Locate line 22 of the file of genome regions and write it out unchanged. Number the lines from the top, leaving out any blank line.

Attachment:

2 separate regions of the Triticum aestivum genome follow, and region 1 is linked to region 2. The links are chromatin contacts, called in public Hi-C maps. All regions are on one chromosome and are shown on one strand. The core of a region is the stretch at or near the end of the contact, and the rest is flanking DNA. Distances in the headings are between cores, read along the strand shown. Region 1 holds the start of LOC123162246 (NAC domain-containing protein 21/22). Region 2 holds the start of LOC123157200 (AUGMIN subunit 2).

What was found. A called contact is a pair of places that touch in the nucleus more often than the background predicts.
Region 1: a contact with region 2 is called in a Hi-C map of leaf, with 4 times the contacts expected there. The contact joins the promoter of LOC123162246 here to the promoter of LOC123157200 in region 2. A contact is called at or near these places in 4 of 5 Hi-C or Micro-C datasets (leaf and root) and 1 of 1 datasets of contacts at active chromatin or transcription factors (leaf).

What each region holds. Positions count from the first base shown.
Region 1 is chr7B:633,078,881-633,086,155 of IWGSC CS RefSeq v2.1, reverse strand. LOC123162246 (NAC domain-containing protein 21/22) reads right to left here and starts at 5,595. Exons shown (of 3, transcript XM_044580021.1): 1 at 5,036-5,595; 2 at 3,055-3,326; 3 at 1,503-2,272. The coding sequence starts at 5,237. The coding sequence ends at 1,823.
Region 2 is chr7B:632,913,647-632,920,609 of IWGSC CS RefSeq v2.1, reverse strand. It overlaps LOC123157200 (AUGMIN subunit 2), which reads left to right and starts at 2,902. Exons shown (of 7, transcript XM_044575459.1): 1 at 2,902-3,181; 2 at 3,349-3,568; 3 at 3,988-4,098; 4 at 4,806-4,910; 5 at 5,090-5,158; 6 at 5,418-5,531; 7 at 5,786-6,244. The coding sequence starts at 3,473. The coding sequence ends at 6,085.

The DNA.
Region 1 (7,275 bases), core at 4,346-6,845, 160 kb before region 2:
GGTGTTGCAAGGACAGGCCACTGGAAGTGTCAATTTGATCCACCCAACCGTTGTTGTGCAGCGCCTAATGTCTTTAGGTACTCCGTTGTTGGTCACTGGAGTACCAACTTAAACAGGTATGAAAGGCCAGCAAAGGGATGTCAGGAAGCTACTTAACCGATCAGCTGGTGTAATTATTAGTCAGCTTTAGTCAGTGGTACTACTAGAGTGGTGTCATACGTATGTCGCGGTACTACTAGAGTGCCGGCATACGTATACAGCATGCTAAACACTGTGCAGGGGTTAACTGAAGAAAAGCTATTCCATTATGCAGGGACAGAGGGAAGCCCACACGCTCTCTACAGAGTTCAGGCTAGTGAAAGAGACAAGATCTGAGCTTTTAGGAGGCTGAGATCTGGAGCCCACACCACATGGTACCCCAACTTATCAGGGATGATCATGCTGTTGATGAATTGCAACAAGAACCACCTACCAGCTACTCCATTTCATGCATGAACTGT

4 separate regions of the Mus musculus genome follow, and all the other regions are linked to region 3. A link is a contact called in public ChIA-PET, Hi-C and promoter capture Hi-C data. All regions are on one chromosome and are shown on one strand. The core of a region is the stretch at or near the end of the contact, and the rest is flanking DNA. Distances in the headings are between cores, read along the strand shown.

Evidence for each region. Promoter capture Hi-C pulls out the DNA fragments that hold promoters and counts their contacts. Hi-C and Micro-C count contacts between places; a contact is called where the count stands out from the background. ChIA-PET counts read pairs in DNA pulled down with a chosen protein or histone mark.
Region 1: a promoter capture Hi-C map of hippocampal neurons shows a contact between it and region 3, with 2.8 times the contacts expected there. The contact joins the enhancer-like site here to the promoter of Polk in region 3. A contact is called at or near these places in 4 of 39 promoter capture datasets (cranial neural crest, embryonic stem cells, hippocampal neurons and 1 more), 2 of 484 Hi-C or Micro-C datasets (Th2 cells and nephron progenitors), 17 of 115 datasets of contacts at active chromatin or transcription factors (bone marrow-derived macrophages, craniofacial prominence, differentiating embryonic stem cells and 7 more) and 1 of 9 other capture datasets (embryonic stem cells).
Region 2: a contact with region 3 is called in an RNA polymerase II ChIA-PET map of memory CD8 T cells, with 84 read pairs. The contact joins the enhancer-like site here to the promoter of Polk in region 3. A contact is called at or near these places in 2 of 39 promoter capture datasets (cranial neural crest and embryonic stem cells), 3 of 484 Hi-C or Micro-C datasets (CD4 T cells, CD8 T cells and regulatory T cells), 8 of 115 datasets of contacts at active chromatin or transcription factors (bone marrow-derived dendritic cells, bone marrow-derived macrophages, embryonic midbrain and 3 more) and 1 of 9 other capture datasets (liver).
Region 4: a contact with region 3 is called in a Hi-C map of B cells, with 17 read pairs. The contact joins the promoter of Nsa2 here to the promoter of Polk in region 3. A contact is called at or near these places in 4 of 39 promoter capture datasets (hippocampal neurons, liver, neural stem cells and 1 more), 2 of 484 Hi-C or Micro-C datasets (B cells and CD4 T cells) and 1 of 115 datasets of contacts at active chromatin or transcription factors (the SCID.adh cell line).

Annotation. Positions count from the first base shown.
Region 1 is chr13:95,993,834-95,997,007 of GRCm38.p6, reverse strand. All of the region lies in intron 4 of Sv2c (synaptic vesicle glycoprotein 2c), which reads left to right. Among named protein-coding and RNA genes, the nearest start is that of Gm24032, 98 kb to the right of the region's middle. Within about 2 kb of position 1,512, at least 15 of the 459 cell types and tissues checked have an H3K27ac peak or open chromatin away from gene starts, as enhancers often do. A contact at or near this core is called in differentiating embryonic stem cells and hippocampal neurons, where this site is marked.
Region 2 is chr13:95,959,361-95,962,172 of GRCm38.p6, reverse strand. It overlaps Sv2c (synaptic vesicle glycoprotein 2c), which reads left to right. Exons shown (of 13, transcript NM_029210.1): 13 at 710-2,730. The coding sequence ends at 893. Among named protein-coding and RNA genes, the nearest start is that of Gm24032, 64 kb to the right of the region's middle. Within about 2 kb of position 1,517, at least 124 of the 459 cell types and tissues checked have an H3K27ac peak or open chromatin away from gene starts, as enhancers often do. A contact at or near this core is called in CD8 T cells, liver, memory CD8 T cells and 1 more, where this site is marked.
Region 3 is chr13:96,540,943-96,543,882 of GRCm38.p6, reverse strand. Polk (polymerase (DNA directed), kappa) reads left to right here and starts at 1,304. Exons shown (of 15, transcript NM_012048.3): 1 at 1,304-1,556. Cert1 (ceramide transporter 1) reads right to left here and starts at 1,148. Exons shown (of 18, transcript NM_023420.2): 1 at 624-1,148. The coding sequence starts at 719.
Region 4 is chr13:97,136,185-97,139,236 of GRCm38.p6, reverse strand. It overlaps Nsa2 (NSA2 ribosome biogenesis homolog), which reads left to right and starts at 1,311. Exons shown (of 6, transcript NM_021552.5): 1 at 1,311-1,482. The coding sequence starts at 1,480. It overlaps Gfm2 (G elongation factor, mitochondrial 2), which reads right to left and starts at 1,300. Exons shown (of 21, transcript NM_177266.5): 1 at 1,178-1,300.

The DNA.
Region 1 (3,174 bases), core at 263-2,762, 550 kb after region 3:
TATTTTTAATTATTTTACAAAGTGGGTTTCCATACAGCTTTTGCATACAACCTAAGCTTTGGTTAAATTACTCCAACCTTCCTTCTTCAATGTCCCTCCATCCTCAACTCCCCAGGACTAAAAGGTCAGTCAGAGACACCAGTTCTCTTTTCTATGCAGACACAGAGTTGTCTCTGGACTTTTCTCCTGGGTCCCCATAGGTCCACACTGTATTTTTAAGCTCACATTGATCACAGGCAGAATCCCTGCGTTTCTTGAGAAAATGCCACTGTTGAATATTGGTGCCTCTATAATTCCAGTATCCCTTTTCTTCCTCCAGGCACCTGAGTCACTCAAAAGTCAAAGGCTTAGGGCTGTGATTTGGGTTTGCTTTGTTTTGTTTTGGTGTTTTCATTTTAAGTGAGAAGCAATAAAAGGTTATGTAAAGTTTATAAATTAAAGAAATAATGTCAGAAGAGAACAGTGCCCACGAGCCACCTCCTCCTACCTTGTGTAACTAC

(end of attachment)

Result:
TATTTTTAATTATTTTACAAAGTGGGTTTCCATACAGCTTTTGCATACAACCTAAGCTTTGGTTAAATTACTCCAACCTTCCTTCTTCAATGTCCCTCCATCCTCAACTCCCCAGGACTAAAAGGTCAGTCAGAGACACCAGTTCTCTTTTCTATGCAGACACAGAGTTGTCTCTGGACTTTTCTCCTGGGTCCCCATAGGTCCACACTGTATTTTTAAGCTCACATTGATCACAGGCAGAATCCCTGCGTTTCTTGAGAAAATGCCACTGTTGAATATTGGTGCCTCTATAATTCCAGTATCCCTTTTCTTCCTCCAGGCACCTGAGTCACTCAAAAGTCAAAGGCTTAGGGCTGTGATTTGGGTTTGCTTTGTTTTGTTTTGGTGTTTTCATTTTAAGTGAGAAGCAATAAAAGGTTATGTAAAGTTTATAAATTAAAGAAATAATGTCAGAAGAGAACAGTGCCCACGAGCCACCTCCTCCTACCTTGTGTAACTAC